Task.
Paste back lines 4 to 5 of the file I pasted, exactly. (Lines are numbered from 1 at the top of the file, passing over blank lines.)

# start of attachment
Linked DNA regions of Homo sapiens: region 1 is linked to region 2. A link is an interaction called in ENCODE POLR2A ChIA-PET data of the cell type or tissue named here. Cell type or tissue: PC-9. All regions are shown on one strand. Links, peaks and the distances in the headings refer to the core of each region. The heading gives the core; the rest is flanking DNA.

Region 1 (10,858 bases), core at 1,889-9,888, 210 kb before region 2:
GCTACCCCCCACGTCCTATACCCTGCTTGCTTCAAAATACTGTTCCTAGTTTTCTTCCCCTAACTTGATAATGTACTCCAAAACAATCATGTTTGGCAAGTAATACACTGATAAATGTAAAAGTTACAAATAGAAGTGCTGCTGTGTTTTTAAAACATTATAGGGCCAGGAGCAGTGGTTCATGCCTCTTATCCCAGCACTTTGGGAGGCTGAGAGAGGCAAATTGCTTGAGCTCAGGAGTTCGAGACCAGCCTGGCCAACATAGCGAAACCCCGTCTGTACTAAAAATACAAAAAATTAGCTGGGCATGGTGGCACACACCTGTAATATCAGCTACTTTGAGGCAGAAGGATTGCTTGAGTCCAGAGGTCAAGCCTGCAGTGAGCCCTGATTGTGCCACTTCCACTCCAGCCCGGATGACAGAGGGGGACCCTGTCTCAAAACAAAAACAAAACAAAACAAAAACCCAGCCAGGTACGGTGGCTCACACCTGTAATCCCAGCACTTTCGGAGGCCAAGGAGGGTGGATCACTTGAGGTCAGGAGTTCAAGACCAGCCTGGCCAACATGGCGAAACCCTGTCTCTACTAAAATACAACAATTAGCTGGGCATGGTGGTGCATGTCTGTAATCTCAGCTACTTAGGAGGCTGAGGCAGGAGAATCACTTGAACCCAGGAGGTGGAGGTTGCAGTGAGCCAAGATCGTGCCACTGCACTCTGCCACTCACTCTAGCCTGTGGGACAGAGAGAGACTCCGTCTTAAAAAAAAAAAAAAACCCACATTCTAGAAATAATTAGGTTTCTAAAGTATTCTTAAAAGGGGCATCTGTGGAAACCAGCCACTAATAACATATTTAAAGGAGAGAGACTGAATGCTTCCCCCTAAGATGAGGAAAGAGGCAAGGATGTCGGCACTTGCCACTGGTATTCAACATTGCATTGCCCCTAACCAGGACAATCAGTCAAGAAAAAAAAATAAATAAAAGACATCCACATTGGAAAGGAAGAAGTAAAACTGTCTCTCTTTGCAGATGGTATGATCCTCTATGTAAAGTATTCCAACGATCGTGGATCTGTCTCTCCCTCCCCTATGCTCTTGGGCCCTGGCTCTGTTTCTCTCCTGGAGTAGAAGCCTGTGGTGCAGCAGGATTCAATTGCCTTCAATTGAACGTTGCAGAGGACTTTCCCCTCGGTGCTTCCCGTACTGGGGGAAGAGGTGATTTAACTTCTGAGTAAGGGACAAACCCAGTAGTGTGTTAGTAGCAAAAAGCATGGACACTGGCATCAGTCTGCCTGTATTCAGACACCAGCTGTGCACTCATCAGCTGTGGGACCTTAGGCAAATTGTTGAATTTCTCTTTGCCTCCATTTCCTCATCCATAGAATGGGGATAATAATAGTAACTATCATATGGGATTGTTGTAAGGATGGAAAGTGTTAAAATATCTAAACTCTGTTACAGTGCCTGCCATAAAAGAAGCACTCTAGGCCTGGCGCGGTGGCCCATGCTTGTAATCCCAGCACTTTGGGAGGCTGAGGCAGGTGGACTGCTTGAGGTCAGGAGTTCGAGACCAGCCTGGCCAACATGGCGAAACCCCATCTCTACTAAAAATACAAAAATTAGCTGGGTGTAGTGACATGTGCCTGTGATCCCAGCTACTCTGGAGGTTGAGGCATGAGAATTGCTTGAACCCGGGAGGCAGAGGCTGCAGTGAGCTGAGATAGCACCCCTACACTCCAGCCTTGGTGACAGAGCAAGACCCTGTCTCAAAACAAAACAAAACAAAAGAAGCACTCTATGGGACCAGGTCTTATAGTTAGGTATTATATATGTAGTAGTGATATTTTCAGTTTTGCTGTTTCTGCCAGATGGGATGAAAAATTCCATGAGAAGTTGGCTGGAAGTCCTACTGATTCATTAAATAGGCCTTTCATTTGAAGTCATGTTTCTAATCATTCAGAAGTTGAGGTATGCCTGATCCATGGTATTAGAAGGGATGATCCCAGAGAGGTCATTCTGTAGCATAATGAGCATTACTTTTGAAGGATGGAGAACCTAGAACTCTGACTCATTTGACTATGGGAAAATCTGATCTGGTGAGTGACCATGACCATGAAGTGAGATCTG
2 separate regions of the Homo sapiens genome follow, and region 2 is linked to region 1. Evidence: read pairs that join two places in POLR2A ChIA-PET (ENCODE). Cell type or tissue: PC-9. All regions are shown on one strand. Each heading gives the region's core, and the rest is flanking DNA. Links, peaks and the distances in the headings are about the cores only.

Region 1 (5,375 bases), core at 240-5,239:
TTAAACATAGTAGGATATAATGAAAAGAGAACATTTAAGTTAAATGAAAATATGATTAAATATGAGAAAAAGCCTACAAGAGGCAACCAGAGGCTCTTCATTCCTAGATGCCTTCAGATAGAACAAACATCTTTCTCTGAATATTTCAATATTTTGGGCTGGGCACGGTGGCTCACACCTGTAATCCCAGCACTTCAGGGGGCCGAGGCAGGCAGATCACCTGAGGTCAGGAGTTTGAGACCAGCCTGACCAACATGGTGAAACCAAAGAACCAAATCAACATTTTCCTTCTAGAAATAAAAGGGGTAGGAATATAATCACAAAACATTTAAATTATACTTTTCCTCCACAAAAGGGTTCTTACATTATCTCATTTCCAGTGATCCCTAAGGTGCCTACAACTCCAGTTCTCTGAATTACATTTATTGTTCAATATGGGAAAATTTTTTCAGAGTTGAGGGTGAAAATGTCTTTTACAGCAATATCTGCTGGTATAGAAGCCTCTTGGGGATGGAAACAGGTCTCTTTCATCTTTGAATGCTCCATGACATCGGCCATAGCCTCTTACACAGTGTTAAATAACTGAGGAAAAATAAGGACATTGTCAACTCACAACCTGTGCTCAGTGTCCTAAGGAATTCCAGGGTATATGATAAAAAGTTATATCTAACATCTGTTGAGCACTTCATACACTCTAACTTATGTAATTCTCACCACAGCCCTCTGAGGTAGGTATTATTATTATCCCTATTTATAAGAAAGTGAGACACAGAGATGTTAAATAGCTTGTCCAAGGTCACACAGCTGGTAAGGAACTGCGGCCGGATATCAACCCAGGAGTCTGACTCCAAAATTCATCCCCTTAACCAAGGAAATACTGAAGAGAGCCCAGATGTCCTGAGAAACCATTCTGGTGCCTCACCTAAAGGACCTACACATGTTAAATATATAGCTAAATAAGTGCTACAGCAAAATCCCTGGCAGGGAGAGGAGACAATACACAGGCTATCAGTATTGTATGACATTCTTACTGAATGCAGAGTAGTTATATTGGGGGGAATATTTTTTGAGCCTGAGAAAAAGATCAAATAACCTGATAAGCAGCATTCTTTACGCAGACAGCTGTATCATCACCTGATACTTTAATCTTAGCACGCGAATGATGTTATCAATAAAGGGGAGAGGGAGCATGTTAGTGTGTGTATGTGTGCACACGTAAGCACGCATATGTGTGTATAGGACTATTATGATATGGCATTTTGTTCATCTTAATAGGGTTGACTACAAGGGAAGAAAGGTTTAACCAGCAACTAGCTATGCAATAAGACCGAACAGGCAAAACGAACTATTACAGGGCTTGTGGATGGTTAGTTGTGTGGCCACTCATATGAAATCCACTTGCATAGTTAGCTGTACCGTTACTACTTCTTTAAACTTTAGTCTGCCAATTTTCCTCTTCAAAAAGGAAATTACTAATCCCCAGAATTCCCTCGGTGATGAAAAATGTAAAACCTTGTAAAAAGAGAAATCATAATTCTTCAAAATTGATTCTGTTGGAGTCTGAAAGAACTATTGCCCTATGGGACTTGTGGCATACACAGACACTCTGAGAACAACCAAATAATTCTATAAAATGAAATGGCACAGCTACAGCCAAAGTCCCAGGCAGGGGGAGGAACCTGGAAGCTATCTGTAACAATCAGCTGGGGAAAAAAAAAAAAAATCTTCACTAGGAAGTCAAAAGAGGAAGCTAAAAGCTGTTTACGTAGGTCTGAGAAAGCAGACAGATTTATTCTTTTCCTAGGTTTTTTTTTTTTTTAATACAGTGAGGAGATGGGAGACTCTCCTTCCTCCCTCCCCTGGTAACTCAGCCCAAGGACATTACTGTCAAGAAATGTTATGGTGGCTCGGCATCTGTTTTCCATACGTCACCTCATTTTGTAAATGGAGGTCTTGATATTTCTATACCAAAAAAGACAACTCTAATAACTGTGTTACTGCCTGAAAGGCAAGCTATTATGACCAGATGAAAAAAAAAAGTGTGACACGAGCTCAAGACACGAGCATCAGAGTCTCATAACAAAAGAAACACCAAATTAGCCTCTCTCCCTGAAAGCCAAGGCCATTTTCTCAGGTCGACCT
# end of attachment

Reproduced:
2 separate regions of the Homo sapiens genome follow, and region 2 is linked to region 1. Evidence: read pairs that join two places in POLR2A ChIA-PET (ENCODE). Cell type or tissue: PC-9. All regions are shown on one strand. Each heading gives the region's core, and the rest is flanking DNA. Links, peaks and the distances in the headings are about the cores only.

Region 1 (5,375 bases), core at 240-5,239: